If the insurance company is playing games, such as denying your claim without a good reason and generally jerking you around, you can file what’s called a petition for penalties. Sections 16 and 19 of the Illinois Workers’ Compensation Act give workers this option when their TTD benefits are unreasonably denied or their medical bills aren’t getting paid.

A petition for penalties is a great tool for injured workers when they’ve been treated unfairly by the insurance company. The insurer can be forced to pay you what they should have paid in the first place, plus penalties. One penalty is paid to you personally, in the amount of 50% of the medical bills that the insurance company failed to pay. Another is forcing them to pay attorney fees, in an amount equal to 20% of the unpaid medical bills. There’s also a daily penalty on unpaid TTD benefits (temporary total disability) if the failure to pay was unreasonable.

If there is a reasonable basis for the denial of your claim or the refusal to pay your medical bills, then penalties might not be appropriate. In general, penalties are reserved for when the insurance company acts in bad faith. If they’re acting reasonably, even if you think they’re wrong, and even if the judge ends up ruling against them, the thing to do is go in front of the arbitrator and argue your case.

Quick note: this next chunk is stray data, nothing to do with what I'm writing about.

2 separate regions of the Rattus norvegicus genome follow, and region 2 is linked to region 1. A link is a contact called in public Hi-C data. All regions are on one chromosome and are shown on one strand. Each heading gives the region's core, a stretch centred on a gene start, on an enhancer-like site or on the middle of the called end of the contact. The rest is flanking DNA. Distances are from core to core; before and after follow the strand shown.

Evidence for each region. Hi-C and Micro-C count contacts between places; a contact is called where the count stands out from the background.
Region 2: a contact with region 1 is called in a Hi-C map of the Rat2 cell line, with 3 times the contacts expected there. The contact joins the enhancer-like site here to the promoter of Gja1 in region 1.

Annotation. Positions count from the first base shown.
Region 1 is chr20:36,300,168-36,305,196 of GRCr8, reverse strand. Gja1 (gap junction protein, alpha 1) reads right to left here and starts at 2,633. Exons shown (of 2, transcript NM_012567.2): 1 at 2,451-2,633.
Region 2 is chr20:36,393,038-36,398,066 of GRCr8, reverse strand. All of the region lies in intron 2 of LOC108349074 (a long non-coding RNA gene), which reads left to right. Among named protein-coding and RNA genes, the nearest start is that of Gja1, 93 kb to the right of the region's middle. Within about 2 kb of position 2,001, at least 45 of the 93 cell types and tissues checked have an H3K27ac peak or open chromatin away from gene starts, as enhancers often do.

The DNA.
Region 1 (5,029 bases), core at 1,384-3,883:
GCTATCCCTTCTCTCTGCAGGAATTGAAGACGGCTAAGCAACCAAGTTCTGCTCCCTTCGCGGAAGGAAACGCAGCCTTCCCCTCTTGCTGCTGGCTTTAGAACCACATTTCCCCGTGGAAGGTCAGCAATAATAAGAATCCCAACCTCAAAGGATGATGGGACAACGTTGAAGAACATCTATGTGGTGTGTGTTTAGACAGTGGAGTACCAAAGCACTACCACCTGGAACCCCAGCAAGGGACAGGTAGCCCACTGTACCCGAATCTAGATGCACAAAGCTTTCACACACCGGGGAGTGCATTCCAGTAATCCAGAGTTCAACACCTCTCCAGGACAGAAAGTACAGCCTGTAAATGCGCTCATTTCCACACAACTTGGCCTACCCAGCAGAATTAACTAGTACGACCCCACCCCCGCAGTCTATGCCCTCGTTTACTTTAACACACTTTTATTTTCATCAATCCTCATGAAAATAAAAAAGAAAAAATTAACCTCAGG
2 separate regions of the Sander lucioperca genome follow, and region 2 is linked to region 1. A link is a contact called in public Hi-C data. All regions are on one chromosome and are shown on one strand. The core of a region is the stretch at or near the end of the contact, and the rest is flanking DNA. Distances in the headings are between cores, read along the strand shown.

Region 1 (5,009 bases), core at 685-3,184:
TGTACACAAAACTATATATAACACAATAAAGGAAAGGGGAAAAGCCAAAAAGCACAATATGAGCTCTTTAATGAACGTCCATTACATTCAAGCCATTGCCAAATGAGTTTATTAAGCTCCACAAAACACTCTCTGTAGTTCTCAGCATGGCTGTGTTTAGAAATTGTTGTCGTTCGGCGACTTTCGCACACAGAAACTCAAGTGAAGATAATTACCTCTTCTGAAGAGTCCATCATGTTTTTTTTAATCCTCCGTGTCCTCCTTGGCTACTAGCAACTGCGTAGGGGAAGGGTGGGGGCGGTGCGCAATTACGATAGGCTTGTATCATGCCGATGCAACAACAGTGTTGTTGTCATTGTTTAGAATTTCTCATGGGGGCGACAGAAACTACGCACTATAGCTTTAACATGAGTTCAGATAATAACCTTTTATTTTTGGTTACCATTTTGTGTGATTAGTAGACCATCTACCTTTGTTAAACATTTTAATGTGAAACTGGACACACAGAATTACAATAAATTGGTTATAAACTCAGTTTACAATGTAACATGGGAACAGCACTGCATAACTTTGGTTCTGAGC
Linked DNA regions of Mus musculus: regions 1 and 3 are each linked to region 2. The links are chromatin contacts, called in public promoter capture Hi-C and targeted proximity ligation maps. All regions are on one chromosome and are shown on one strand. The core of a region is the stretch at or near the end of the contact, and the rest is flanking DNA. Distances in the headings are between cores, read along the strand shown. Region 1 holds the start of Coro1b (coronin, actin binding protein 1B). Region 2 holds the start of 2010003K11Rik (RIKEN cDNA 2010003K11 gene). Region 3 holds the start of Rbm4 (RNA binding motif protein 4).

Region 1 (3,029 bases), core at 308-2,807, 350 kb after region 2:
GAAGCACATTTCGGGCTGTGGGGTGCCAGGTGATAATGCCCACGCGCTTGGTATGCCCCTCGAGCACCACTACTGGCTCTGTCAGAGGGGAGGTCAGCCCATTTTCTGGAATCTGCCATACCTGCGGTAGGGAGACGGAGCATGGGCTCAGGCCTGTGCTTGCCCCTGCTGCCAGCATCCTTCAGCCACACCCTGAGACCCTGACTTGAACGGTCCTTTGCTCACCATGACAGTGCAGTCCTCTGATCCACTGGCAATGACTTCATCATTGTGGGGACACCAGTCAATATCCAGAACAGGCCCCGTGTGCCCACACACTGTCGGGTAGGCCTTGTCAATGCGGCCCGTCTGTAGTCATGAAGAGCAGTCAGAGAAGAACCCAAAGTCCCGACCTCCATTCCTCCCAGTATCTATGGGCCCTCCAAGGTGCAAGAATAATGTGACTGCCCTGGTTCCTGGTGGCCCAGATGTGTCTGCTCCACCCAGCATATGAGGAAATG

In both of these situations – when an insurance company is acting in bad faith, and when an insurance company is denying your claim for a reason – you can’t fight it alone. Having an experienced and reputable Illinois workers’ comp attorney will make all of the difference, especially if they have a good reputation with the arbitrator who will be making the final decision.

But the point of even filing a penalties petition is to let the insurance company know that if they lose and it’s because they acted in bad faith, they stand to pay way more than had they just done the right thing.  Otherwise, what do they care if they lose a trial?  They will have earned interest on the money they didn’t spend and other than their lawyer fees it won’t cost them any more.  So you have to be on the offensive and aggressive or they will walk all over you.

By Michael Helfand